[…] Still, the Climate Action Tracker assessment comes with a warning. […] [Source]
Ahead of Trump’s Rose Garden speech, China and the EU agreed to affirm their commitment to the Paris accord, and were expected to sign a joint statement Friday in Brussels solidifying their leading roles in addressing climate change. However, according to more recent reports the final statement wasn’t signed due to a trade dispute, but the two sides did informally commit to further climate cooperation and expressed joint confidence that Trump’s withdrawal is “a big mistake.” The BBC’s Matt McGrath Thursday reported on the still unsigned draft and recent cooperation between Brussels and Beijing that led to it:
A draft of the document, seen by the BBC, stresses the “highest political commitment” to implement the deal.
[…] For more than a year, Chinese and EU officials have been working behind the scenes to agree a joint statement on climate change and clean energy.
The document highlights the dangers posed by rising temperatures, “as a national security issue and multiplying factor of social and political fragility,” while pointing out that the transition to clean energy creates jobs and economic growth.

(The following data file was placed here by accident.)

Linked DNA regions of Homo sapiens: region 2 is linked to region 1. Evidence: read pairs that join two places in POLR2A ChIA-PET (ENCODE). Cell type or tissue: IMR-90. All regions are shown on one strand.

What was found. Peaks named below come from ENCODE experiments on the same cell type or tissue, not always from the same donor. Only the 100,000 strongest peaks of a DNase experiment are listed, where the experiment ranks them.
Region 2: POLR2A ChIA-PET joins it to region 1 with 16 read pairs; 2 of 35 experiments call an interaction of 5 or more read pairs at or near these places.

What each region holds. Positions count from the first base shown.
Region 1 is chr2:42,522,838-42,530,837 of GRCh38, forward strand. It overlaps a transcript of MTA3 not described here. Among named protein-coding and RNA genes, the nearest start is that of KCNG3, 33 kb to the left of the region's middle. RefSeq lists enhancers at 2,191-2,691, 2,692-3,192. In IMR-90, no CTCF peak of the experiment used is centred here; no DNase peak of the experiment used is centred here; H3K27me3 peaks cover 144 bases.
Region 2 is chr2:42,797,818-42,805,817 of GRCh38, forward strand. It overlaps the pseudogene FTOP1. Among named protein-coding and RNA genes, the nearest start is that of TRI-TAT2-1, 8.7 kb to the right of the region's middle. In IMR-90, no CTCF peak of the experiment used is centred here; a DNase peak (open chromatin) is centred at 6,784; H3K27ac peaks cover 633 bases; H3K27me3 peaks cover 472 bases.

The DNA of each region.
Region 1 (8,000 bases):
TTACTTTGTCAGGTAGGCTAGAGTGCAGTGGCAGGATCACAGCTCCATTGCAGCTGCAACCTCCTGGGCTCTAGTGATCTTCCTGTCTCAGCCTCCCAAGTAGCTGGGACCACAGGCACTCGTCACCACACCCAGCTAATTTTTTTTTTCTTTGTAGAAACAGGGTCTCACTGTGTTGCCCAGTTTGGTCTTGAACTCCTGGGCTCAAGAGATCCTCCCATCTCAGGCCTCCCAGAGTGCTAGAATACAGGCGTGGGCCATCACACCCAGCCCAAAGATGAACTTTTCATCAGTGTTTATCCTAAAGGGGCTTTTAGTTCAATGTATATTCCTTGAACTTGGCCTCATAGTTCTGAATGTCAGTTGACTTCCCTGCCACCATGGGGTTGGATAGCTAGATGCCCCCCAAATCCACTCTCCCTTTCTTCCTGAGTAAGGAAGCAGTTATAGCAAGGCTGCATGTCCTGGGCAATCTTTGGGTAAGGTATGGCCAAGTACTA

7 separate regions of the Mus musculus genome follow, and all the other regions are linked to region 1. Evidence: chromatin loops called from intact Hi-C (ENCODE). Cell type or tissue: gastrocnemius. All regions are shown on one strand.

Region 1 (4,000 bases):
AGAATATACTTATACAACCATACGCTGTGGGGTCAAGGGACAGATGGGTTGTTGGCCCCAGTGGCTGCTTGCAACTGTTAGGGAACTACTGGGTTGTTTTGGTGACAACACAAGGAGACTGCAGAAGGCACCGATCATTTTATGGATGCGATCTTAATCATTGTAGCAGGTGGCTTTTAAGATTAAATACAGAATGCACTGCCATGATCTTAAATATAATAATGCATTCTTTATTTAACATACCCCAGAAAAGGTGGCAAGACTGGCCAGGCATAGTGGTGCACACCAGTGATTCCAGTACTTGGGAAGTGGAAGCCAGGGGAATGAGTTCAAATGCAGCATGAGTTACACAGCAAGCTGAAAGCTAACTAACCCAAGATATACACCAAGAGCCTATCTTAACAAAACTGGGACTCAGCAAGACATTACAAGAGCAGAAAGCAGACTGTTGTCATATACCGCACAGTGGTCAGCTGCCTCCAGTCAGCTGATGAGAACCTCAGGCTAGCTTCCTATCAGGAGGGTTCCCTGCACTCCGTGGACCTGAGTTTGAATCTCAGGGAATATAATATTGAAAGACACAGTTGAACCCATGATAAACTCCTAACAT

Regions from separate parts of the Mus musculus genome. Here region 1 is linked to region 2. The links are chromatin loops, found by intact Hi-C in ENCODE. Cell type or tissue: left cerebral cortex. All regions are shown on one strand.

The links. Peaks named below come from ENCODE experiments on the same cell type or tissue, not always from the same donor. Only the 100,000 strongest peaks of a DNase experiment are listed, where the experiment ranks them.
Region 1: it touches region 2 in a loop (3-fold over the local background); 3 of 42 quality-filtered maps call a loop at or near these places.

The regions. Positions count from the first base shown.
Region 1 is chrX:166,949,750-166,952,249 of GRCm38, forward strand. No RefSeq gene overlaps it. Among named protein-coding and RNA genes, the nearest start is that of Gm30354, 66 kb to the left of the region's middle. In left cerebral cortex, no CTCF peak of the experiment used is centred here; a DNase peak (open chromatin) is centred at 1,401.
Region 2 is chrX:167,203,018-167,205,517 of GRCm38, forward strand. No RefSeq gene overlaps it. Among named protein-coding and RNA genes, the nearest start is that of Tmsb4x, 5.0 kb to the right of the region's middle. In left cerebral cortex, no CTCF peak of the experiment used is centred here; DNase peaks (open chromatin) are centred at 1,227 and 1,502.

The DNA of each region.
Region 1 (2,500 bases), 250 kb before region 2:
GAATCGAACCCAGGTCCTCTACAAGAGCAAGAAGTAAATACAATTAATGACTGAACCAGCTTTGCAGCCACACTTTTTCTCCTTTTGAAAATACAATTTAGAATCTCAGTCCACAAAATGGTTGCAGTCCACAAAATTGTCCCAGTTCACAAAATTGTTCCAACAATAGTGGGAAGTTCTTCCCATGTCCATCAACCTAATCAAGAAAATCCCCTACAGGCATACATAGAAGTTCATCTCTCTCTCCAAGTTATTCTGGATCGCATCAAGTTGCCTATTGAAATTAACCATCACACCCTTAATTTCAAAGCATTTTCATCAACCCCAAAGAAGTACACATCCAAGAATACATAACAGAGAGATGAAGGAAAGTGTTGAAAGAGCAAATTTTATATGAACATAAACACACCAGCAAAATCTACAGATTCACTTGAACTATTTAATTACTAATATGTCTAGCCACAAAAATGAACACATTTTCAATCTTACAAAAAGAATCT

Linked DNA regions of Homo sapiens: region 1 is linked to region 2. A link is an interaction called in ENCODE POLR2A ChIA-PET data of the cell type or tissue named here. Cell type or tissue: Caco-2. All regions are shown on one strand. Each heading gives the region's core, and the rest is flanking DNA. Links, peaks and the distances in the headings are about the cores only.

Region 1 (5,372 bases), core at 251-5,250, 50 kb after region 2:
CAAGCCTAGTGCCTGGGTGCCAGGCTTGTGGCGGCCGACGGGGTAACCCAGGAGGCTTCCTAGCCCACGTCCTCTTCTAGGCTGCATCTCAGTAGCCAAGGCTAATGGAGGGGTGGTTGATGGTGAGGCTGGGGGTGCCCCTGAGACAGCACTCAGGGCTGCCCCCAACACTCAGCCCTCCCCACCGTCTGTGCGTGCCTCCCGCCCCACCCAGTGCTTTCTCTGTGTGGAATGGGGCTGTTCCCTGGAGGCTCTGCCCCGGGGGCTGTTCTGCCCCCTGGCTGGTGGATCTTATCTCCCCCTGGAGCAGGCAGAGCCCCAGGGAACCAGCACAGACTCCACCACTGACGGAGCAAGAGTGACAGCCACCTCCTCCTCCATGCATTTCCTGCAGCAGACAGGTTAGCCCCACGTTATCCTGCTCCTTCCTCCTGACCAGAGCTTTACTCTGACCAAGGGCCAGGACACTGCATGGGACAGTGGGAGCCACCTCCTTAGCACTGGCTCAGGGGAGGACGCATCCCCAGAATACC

“The EU and China consider the Paris agreement as an historic achievement further accelerating the irreversible global low greenhouse gas emission and climate resilient development,” the draft document says.
“The Paris Agreement is proof that with shared political will and mutual trust, multilateralism can succeed in building fair and effective solutions to the most critical global problems of our time. The EU and China underline their highest political commitment to the effective implementation of the Paris Agreement in all its aspects.” […] [Source]
The BBC reports on Chinese online discussion around the U.S. withdrawal from the Paris accord. While a segment of Chinese web users have expressed reverence for Trump, much online commentary on his decision describes it as a bad move for the U.S. and a win for China:
User “atspetro” said Trump had become “like a clown… with no credibility.”
Another [Weibo] user, “Maizhen Keji”, calls Trump “short-sighted” and “selfish” and says that public opinion towards his withdrawal from the agreement can be summed up with a Chinese proverb: “shuineng zaizhou”: “not only can water float a boat, it can also sink it.”
In other words, people (the water) can raise a politician (the boat) to power, but they can also destroy a leader’s reputation.
[…] User “atspetro” said Trump had become “like a clown… with no credibility.”